But, according to Ms. Rudin, discussions of some kind are among the best ways to benefit from the loss of a client.

"You should always try to do an exit interview, because there are a million lessons that can be learned from being fired," she said. "Some people will be honest and others won't, but you can certainly gather the information."

Ms. Rudin added that a pattern of clients leaving could reflect a larger practice management issue, but usually the problem is that the client was a bad fit from the start.

"There's an adviser mentality sometimes that any client, particularly one with lots of money, is a good fit," she said. "But the number one reason clients leave is because the adviser is onboarding the wrong type of client."

Ms. Rudin gives the example of a prospective client who is a business owner nearing retirement.

"That might look like a good client, but you might not have the resources or network to handle that type of account," she said. "The assets can make advisers turn themselves inside out. But the cost of the account might get too high because you end up spending too much time on it, which jeopardizes the relationship with that client, and it hurts the relationships with other clients who are being ignored."

Carolyn McClanahan, founder and director of financial planning at Life Planning Partners, recalls a client leaving due to opposing political views.

"As soon as I started saying good things about the Affordable Care Act, this particular client was having an issue with that," she said. "It's turns out she is very, very far right, and I'm a moderate."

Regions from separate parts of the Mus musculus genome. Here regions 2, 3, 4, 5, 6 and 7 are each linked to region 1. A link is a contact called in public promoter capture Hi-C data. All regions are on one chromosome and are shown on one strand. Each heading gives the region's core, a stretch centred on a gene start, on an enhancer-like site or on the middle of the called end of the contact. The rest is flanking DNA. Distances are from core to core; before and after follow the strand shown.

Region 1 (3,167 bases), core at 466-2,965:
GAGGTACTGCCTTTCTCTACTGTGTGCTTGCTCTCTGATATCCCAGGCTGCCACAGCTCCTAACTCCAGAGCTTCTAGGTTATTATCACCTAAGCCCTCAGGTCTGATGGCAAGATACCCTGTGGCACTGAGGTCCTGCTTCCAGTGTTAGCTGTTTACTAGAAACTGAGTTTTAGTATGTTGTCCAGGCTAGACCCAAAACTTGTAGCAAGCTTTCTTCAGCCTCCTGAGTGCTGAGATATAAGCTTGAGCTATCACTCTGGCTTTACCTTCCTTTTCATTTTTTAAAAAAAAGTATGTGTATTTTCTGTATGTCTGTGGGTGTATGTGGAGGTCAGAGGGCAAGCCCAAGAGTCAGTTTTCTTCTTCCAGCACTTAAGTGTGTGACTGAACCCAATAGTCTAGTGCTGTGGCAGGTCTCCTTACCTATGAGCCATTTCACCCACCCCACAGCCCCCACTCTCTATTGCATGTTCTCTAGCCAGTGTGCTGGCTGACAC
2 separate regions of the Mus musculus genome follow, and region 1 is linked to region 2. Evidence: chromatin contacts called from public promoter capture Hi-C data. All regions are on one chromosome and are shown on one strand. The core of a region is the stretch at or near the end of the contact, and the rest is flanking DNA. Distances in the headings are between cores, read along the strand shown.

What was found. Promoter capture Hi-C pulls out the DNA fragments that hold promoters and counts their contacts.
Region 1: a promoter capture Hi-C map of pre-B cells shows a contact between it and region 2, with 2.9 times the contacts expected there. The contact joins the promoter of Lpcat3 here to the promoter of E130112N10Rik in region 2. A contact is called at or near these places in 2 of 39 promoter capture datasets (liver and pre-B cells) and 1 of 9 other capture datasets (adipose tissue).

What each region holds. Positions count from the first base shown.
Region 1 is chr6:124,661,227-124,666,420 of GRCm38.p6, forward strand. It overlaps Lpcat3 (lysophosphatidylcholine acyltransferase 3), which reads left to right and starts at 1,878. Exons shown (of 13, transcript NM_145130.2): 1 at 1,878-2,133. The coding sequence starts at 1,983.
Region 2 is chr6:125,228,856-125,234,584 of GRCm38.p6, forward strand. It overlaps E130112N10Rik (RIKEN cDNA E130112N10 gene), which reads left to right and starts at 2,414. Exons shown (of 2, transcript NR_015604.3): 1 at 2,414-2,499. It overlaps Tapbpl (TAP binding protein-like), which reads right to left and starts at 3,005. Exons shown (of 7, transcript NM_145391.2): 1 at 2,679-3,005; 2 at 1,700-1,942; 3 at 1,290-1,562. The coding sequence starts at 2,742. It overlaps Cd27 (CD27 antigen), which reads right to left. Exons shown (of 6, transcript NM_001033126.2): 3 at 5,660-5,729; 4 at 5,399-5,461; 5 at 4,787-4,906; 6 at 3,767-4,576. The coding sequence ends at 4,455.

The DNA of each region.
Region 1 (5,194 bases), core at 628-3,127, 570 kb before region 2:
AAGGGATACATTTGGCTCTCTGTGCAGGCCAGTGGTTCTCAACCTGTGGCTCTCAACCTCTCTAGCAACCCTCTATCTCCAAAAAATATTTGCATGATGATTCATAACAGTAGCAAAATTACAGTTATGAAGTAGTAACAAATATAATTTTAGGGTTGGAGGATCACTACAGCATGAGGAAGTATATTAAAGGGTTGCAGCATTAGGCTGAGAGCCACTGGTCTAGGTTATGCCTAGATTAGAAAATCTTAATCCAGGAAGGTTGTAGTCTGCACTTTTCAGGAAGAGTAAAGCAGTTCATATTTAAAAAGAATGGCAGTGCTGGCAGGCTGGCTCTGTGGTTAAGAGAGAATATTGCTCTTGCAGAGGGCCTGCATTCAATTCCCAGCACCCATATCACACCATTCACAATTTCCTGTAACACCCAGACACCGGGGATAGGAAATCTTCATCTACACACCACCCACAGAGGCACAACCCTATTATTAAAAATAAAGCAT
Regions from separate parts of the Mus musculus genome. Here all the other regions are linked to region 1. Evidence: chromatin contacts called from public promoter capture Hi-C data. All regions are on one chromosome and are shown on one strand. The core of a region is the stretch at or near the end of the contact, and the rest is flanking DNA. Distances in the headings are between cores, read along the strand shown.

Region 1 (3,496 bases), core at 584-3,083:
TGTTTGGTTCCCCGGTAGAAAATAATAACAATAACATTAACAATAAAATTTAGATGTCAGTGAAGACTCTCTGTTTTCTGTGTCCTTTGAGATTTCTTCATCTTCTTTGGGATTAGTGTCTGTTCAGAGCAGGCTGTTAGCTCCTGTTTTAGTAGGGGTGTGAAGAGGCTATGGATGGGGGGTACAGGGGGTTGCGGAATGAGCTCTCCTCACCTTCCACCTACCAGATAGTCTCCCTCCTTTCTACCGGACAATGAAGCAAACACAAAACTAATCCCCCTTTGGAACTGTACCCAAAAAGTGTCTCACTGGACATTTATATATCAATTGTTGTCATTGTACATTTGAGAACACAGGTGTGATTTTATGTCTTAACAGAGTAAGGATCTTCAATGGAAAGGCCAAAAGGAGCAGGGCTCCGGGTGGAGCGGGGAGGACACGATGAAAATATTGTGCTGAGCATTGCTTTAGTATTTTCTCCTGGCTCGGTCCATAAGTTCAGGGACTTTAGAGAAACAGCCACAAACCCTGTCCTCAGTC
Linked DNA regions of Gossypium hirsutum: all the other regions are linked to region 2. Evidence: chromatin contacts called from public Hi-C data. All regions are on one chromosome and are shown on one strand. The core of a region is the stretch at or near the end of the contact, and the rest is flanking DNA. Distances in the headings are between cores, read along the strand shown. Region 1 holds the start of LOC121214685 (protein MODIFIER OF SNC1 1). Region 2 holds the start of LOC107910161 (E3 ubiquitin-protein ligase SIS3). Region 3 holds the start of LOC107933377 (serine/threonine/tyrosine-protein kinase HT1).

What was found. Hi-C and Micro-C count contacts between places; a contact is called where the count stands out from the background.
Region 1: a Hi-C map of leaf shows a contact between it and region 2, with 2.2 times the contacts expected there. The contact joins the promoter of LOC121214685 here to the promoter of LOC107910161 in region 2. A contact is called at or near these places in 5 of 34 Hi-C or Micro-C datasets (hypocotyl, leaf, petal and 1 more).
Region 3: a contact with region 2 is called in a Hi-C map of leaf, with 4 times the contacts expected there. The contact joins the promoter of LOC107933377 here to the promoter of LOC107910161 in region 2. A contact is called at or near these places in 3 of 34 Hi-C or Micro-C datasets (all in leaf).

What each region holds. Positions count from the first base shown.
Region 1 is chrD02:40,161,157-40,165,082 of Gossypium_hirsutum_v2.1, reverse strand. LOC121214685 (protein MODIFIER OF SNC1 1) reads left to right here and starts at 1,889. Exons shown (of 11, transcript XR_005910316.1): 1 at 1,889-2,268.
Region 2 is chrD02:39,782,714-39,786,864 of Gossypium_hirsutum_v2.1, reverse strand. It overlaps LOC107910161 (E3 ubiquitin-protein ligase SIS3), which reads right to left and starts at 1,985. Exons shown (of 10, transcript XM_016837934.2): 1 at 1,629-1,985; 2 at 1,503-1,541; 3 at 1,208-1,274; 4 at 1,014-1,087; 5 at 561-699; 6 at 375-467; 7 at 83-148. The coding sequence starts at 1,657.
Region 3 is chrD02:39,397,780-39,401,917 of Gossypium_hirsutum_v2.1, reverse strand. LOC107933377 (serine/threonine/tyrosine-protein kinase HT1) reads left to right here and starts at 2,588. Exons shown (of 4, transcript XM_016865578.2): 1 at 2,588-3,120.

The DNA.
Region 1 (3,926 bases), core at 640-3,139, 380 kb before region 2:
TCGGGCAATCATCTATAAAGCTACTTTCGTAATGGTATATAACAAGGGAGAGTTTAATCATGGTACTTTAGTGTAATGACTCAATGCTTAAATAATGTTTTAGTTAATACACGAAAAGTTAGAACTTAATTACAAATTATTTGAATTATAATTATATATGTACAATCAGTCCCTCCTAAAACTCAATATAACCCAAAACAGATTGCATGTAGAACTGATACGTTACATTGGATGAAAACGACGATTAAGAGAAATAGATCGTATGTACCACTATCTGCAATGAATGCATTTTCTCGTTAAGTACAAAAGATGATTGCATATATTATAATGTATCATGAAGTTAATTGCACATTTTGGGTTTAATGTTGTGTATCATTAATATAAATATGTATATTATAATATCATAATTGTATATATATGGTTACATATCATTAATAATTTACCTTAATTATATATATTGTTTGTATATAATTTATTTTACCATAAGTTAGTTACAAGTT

Ms. McClanahan, who said she typically loses about one client per year, believes the key to keeping clients is frequent communications.

"One of the most important things about being a good adviser is good communication from the beginning," she said. "There will be signs that people aren't happy because they will never ask questions, or they will be hard to get in touch with."

Kashif Ahmed, president of American Private Wealth, also recalls having a client leave him for political reasons.

"They pressed me to share my political views, and I suspect that's why they left, because we didn't share the same political views," he said. "But I also suspect they're not happy where they are now because they keep emailing me with questions about their financial situation."

Mr. Ahmed said he learned not to discuss politics with clients.

Paul Schatz, president of Heritage Capital Management, said there is an endless list of reasons why clients might want to leave, and advisers should be open to the reality that some client relationships just won't work.

"I have lost clients because they didn't value the services we provide, and because we never had a strong relationship and because of a period of weak market performance," he said. "The one thing I never do is get angry or argue with the client who is leaving, because I tell my clients all along that I don't want a client who doesn't want to work with me. And if they don't trust me, don't like me or don't have confidence in me, it's unlikely to change and we should part ways."